The adult in the room has left the building as Sandberg leans out
As a leadership advocate, I think Lean In – the book, the buzzword, and the movement – has some merit. Yet, at the same time, its critics – women who challenge its premise as not being equitable to all women – also have sound points.
I’ll reserve judgment on the book by Sheryl Sandberg, the soon-to-be-former COO at Meta.
Emma Goldberg, in her New York Times article “What Sheryl Sandberg’s ‘Lean In’ Has Meant to Women,” offers a suggestion we can all ponder: be careful what you lean into. Are you advancing your career in an ethically challenged company?
Twenty years ago, who would have thought we’d be analyzing the machinations of a consumer internet property for sharing pet videos and enviable vacation photos as a kind of digital king maker in global politics – one that has allowed a platform for authoritarian politicians and pushed anti-democratic fringe ideas into reality. Yet here we are.
And before we push Sheryl Sandberg off the glass cliff, let’s focus on the man at the top, Mark Zuckerberg, who developed a malevolent genie, one that he couldn’t coax back into its bottle – a system driven by algorithms most of us don’t understand that make bad ideas and anti-democratic sentiment look outsized in acceptance.
Sandberg still deserves recognition for her achievement and her pace setting for women in leadership and certainly for overcoming personal tragedy with the death of her husband. But as with leaders of all genders, it’s important to take stock of what our organizations are doing.
Is the organization emulating Google’s former motto, “don’t’ be evil,” or is it trying to simply win at all costs? Is it being responsible and acting as good stewards of the public trust? Or, is it promulgating disinformation and dangerous propaganda – for which Facebook should be held morally culpable?
From Goldberg’s article:
“‘Not everything should be leaned into,’ said Rosa Brooks, 51, a professor at Georgetown University’s law school, adding that Ms. Sandberg’s leadership tenure raised deeper questions about her workplace philosophy. ‘It’s not just ‘How do I succeed on the terms of the workplace?’ but ‘How do I change the workplace, and make it a force for good?’”
Buddhists practice the concept of “Right Livelihood” – the idea that one’s occupation shouldn’t cause harm. But sometimes the task in right livelihood is working to make the job less harmful.
Based on some of what has happened at Facebook has Sandberg really made Facebook’s work better?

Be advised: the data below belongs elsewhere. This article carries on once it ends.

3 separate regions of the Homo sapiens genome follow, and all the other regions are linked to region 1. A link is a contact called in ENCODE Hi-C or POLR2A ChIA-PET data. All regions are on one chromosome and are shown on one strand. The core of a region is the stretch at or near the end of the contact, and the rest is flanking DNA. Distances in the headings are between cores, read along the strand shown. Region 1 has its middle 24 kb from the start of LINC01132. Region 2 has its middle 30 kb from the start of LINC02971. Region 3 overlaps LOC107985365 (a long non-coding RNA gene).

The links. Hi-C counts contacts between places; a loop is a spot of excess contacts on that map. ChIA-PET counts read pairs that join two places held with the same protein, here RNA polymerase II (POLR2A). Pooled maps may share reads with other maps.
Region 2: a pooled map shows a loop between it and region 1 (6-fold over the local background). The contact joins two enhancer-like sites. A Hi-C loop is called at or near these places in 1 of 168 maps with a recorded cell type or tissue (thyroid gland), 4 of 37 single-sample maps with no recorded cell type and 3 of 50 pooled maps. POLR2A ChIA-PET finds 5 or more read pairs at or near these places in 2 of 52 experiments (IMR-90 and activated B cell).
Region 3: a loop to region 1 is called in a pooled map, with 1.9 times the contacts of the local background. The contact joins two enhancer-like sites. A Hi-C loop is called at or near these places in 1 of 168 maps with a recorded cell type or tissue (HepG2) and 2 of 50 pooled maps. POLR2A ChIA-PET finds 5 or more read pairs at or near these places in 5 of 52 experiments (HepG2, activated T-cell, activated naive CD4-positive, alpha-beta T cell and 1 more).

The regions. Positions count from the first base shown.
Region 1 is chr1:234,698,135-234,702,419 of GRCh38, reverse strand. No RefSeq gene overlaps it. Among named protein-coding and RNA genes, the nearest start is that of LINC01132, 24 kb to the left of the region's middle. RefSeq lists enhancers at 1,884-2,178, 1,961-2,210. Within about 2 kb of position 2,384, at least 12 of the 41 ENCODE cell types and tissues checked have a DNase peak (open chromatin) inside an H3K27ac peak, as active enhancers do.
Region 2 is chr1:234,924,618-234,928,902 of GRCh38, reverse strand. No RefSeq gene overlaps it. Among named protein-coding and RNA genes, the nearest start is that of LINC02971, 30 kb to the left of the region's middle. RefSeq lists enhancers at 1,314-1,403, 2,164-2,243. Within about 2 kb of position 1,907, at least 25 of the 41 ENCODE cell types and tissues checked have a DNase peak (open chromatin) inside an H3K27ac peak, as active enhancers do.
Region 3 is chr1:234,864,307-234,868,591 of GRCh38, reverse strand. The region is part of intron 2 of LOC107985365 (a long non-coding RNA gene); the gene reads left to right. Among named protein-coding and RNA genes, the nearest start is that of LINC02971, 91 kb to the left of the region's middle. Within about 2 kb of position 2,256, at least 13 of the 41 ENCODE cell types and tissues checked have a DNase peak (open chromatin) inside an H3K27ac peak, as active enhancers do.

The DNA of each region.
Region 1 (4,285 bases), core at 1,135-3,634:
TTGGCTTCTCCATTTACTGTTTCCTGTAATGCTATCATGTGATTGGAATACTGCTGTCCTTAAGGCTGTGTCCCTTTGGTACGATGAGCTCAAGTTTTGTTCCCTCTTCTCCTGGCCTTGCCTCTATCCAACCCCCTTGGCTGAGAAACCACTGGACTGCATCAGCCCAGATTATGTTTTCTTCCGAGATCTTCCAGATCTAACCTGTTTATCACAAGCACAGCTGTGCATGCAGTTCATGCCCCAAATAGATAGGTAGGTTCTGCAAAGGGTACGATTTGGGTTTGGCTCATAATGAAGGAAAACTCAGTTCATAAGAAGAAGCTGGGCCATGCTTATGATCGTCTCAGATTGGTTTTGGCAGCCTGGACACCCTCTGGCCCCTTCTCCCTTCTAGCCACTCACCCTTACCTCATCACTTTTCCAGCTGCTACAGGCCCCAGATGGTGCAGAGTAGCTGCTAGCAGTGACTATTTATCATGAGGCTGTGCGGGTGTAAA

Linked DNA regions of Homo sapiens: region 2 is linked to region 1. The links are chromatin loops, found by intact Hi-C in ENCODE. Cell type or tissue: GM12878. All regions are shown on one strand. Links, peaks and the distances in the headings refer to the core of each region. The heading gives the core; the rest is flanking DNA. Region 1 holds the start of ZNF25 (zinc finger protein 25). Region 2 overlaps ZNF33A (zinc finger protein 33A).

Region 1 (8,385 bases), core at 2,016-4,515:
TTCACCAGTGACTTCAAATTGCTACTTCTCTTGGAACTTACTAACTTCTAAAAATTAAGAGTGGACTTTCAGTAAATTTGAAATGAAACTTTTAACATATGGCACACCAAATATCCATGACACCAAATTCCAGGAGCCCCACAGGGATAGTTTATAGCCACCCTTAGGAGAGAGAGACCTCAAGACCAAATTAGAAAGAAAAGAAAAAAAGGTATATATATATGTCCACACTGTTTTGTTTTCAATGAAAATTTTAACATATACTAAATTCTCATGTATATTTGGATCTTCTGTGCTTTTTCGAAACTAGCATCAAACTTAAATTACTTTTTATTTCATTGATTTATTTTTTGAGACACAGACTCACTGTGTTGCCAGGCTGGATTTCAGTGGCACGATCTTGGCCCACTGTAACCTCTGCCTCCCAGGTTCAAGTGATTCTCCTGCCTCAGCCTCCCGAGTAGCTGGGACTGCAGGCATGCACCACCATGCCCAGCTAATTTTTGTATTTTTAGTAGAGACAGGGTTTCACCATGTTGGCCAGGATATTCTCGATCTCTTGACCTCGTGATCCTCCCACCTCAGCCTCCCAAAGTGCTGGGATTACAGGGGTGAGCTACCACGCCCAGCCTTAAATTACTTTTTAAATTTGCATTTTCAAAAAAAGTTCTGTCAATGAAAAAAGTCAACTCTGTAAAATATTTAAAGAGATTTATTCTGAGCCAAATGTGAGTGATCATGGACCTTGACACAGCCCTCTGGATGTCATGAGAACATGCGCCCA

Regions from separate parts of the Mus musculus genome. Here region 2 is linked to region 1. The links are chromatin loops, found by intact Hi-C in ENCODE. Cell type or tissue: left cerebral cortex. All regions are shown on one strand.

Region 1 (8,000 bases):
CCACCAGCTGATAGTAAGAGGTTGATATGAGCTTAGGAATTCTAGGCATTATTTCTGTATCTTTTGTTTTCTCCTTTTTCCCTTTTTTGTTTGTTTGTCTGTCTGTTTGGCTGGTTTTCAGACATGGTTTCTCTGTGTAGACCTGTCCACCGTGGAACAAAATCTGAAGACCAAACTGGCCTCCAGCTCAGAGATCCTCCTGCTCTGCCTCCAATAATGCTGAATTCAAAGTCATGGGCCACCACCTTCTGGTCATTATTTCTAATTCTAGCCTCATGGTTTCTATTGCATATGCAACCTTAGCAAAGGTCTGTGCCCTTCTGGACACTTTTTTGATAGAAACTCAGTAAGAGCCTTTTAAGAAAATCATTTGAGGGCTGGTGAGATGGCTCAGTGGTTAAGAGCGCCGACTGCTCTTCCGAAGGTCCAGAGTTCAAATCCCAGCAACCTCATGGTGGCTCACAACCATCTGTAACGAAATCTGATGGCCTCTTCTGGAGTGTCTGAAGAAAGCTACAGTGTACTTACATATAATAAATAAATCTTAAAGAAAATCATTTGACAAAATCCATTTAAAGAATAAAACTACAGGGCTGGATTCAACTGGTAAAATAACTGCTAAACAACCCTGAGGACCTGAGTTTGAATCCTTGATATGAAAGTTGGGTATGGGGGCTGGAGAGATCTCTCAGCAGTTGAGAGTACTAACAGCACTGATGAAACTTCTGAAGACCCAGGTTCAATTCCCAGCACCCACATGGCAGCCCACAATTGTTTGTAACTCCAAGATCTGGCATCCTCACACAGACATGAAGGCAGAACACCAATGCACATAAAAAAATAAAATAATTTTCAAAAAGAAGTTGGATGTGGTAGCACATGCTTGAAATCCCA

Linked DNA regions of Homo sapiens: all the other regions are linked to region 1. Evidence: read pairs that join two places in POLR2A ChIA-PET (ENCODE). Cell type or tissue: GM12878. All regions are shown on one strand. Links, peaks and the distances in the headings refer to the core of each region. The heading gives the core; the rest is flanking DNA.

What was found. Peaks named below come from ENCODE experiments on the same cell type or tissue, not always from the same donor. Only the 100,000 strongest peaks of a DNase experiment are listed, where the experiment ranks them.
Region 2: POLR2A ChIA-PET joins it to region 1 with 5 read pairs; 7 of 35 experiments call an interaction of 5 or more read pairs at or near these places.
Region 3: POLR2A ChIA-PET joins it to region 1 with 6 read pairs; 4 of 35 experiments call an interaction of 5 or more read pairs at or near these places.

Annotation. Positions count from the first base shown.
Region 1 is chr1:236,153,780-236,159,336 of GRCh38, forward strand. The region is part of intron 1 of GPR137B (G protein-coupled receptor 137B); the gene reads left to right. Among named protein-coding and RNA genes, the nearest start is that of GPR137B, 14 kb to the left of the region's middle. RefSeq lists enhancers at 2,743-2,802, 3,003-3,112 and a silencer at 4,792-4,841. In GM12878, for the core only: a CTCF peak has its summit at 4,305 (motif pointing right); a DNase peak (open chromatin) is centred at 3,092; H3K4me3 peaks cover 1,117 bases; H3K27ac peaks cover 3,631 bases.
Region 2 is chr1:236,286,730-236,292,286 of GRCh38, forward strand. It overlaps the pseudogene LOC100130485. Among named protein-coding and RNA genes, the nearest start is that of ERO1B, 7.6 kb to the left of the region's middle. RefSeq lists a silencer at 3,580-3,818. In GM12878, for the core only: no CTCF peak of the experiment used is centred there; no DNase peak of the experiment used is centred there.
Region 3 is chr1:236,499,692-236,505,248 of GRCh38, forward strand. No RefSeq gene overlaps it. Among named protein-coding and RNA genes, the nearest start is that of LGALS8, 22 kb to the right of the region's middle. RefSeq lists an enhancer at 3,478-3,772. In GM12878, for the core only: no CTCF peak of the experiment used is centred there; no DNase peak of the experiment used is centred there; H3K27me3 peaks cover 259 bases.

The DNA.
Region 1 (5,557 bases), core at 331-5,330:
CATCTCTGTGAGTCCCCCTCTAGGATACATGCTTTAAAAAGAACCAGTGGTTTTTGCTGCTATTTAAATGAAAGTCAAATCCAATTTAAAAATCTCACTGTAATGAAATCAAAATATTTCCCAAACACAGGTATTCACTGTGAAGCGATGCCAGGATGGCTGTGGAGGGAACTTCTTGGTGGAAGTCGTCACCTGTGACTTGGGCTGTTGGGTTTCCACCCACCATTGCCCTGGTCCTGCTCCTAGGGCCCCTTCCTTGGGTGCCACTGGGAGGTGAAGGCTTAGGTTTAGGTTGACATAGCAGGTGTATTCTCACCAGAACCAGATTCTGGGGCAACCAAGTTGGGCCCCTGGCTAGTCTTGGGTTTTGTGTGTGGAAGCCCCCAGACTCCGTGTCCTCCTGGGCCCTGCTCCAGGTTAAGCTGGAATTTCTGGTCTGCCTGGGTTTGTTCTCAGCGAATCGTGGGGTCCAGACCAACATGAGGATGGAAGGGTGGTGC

There are times to walk away from bad workplaces and there are also opportunities when we can lean in to make the work better. Certainly, as a chief operating officer elevated to a level beside Zuckerberg, Sandberg had this chance.
She was seen as the “adult in the room,” figuratively and chronologically.
Sheryl Sandberg was Facebook’s adult in the room, but it’s always been a Zuckerberg production…
Ari Levi, CNBC June 1, 2022
As an entrepreneur out of college, Zuckerberg’s meteoric rise allowed him to skip a lot of important phases of growth. We’ve seen the leadership gaps this can create in our work.
We expected the adult in the room to be his mentor guide and thought partner to help Zuckerberg learn and grow. A chance to lean in to create a better company and allow the organization to catch up on wisdom and effective leadership.
However, for whatever reason, that doesn’t appear to have happened and Sandberg’s departure is scary, if she truly was the adult in the room.
I wish Sandberg well. She certainly added her voice to an important conversation about women in leadership.
“At Meta, Ms. Sandberg hired and promoted women, such as Marne Levine, the chief business officer, and Lori Goler, the head of human resources and hiring. The percentage of women in Meta’s management with titles of director or higher increased to 35 percent in 2021, from 30 percent in 2018, according to the company’s data,” wrote Cecelia Kang and Erin Griffith at the New York Times
Was she a role model for women in big tech? Yes. Was she successful in taking her charge – a younger less experienced CEO – and helping him grow to be a more effective leader? Sandberg did make a statement that Facebook needed to be different. Did that action create a rift cementing her announced exit?
I don’t know, but it makes me fearful for Meta that she’s departing. The platform has normalized ideas that we fought against for centuries.
And now the adult in the room has left.